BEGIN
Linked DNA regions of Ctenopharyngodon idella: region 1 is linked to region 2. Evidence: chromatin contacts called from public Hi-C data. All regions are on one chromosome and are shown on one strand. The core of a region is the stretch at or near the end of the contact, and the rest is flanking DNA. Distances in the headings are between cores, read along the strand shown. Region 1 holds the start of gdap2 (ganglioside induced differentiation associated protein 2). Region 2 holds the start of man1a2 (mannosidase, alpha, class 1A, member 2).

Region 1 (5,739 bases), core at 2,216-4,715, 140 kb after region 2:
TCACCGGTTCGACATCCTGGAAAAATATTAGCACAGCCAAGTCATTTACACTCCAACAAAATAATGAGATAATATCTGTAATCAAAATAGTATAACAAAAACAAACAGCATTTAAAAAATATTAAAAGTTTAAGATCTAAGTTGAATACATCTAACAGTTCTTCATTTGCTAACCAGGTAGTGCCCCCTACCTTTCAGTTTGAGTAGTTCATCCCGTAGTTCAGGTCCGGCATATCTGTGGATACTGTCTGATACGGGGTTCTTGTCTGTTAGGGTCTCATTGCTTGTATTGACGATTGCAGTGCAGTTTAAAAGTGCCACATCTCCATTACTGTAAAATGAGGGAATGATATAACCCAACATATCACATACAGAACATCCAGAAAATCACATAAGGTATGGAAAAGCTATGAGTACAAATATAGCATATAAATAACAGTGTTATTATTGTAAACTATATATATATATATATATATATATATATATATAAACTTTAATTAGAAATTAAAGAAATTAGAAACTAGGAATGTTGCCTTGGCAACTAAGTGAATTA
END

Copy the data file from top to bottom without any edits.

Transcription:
Linked DNA regions of Ctenopharyngodon idella: region 1 is linked to region 2. Evidence: chromatin contacts called from public Hi-C data. All regions are on one chromosome and are shown on one strand. The core of a region is the stretch at or near the end of the contact, and the rest is flanking DNA. Distances in the headings are between cores, read along the strand shown. Region 1 holds the start of gdap2 (ganglioside induced differentiation associated protein 2). Region 2 holds the start of man1a2 (mannosidase, alpha, class 1A, member 2).

Region 1 (5,739 bases), core at 2,216-4,715, 140 kb after region 2:
TCACCGGTTCGACATCCTGGAAAAATATTAGCACAGCCAAGTCATTTACACTCCAACAAAATAATGAGATAATATCTGTAATCAAAATAGTATAACAAAAACAAACAGCATTTAAAAAATATTAAAAGTTTAAGATCTAAGTTGAATACATCTAACAGTTCTTCATTTGCTAACCAGGTAGTGCCCCCTACCTTTCAGTTTGAGTAGTTCATCCCGTAGTTCAGGTCCGGCATATCTGTGGATACTGTCTGATACGGGGTTCTTGTCTGTTAGGGTCTCATTGCTTGTATTGACGATTGCAGTGCAGTTTAAAAGTGCCACATCTCCATTACTGTAAAATGAGGGAATGATATAACCCAACATATCACATACAGAACATCCAGAAAATCACATAAGGTATGGAAAAGCTATGAGTACAAATATAGCATATAAATAACAGTGTTATTATTGTAAACTATATATATATATATATATATATATATATATATAAACTTTAATTAGAAATTAAAGAAATTAGAAACTAGGAATGTTGCCTTGGCAACTAAGTGAATTA